FREDERICKS DENIES WRONGDOING
Former sprinter quits 2024 Games role amid corruption probe
I categorically deny any direct or indirect involvement in any untoward conduct and confirm that I have never breached any law, regulation or rule of ethics in respect of any IOC election process.
FORMER sprinter Frankie Fredericks quit as head of the IOC commission monitoring candidates for the 2024 Olympics on Tuesday amid a probe into money he accepted from a sports marketing chief accused of corruption.
Fredericks, 49, strongly denied any wrongdoing in accepting nearly US$300,000 (RM1.35 million) on the day that Rio de Janeiro was awarded the 2016 Olympics.
But he said he had “personally decided that it is in the best interests of a good functioning of the International Olympic Committee candidature process that I step aside as chairperson of the 2024 Evaluation Commission, because it is essential that the important work my colleagues are doing is seen as being carried out in a truthful and fair manner.”
The Namibian athletics great went on: “I do not wish to become a distraction from this great contest.”
The IOC later said Switzerland’s Patrick Baumann, the general secretary of the International Basketball Federation, had been named as Fredericks’s replacement.
The IOC are to decide in September whether Los Angeles or Paris gets the 2024 Olympics. But the decision faces greater scrutiny because of corruption allegations over recent Olympics.
Fredericks’s announcement came one day after he also stepped down as a member of an International Association of Athletics Federations
(IAAF) task force working on getting doping-tainted Russia back into global sport.
Le Monde newspaper on Friday said Fredericks, a four-time Olympic silver medallist, received nearly US$300,000 from Papa Massata Diack, who is wanted in France on bribery charges.
Fredericks received the sum from Pamodzi Sports Consulting, which is owned by Diack who, alongside his father and former IAAF chief Lamine Diack, faces charges in France over millions of dollars paid to cover up doping failures by Russian athletes.
French investigators are also looking into the possibility that bribes were paid over the awarding of the 2016 Olympic Games to Rio and the 2020 Tokyo Games.
Three days before the IOC awarded the Games to Rio on October 2, 2009, Brazilian businessman Arthur Cesar Menezes Soares Filho paid US$1.5 million to Papa Massata Diack.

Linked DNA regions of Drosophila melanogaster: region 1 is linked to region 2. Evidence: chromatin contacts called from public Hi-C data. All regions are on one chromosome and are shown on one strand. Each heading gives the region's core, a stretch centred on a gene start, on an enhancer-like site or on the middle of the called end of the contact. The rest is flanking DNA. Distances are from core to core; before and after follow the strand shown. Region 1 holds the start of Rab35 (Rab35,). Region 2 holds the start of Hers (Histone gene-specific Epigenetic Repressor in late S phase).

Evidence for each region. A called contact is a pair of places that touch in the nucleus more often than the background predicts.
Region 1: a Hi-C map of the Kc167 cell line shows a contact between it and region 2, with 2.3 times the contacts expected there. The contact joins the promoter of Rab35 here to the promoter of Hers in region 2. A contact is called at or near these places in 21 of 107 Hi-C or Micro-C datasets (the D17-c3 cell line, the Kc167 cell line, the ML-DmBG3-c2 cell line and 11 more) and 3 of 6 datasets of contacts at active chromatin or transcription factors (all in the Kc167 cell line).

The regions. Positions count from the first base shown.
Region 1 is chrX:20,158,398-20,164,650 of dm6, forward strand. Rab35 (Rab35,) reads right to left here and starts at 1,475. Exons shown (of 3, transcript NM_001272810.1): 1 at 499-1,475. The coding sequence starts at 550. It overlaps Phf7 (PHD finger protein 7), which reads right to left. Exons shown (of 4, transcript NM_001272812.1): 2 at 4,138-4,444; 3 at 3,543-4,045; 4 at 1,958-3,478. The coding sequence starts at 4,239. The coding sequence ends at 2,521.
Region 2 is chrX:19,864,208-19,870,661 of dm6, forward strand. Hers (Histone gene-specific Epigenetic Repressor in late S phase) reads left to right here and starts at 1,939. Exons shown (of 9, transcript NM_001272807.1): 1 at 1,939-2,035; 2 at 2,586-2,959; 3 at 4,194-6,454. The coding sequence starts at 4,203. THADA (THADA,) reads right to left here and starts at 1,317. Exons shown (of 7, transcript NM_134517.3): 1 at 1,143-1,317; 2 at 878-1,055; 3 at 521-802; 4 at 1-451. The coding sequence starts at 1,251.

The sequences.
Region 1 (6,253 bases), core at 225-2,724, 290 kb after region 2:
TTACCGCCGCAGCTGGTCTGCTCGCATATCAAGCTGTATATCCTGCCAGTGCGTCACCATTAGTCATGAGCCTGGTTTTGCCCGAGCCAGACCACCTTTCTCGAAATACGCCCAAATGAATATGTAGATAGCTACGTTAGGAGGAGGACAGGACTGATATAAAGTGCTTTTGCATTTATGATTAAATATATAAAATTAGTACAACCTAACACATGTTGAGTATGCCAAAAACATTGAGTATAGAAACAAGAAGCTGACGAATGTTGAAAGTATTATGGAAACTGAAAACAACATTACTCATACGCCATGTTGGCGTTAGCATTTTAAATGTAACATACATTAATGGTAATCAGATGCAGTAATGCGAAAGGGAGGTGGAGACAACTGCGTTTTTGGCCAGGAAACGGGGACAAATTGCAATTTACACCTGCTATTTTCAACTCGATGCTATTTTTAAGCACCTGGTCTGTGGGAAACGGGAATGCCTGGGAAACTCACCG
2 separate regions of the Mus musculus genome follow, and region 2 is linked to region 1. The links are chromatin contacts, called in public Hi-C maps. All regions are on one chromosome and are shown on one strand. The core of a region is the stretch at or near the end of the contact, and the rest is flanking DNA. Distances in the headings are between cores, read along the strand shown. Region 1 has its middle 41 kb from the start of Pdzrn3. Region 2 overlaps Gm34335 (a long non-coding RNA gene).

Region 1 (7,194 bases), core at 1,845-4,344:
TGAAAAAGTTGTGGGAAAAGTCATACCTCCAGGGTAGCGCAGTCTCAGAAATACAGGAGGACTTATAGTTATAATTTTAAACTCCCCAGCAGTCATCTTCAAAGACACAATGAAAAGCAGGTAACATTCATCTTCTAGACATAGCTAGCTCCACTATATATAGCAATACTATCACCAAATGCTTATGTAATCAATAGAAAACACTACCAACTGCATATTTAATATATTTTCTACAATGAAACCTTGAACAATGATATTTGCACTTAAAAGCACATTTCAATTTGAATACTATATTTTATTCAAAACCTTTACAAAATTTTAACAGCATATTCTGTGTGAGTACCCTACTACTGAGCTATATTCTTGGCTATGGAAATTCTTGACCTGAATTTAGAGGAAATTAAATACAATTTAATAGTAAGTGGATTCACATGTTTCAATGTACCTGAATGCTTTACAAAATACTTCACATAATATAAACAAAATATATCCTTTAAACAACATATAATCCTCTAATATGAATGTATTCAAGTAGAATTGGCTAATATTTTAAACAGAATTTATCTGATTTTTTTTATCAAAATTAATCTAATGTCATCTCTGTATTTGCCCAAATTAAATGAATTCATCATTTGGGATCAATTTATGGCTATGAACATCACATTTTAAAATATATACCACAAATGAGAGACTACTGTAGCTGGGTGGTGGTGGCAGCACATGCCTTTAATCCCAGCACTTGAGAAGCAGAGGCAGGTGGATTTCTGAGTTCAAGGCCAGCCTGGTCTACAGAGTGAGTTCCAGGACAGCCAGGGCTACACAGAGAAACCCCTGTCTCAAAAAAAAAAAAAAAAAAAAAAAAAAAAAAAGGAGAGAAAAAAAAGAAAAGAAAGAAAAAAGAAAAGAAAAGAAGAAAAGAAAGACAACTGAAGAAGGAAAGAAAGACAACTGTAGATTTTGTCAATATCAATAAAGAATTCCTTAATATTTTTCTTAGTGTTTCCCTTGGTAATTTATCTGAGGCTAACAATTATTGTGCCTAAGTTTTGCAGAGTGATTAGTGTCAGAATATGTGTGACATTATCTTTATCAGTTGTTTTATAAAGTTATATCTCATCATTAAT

Another payment of US$500,000 was made around the same time to another account belonging to Diack in Russia. At the time Diack was a marketing consultant to the IAAF, led by his father.
Fredericks, a former 200m world champion, has said he had a consultancy deal with Diack’s firm.
“I categorically deny any direct or indirect involvement in any untoward conduct and confirm that I have never breached any law, regulation or rule of ethics in respect of any IOC election process,” Fredericks said in his statement.
“The articles do not only target me, they target the integrity of the International Olympic Committee bidding and elections process for host cities altogether.
“Of course all election processes should be seen to be free and fair. This is why I have been and am still actively cooperating with the IOC Ethics Commission in order for them to conduct a proper and independent investigation.”
Fredericks said he had made a statement to the IOC ethics commission on the case and “will continue to give my full cooperation to a proper investigation of these reports and then await the outcome of this independent process.
“It is of course in my highest interests to clear myself of the negative insinuations against me and my role within the IOC as soon as possible in order to prevent any further damage to my reputation and that of the IOC.”
The Namibian was one of the star sprinters of the 1990s.
Running in the 100 metres and 200 metres, he won two silver medals at the 1992 Olympics and two more at the 1996 Games. He is Namibia’s only Olympic medal winner.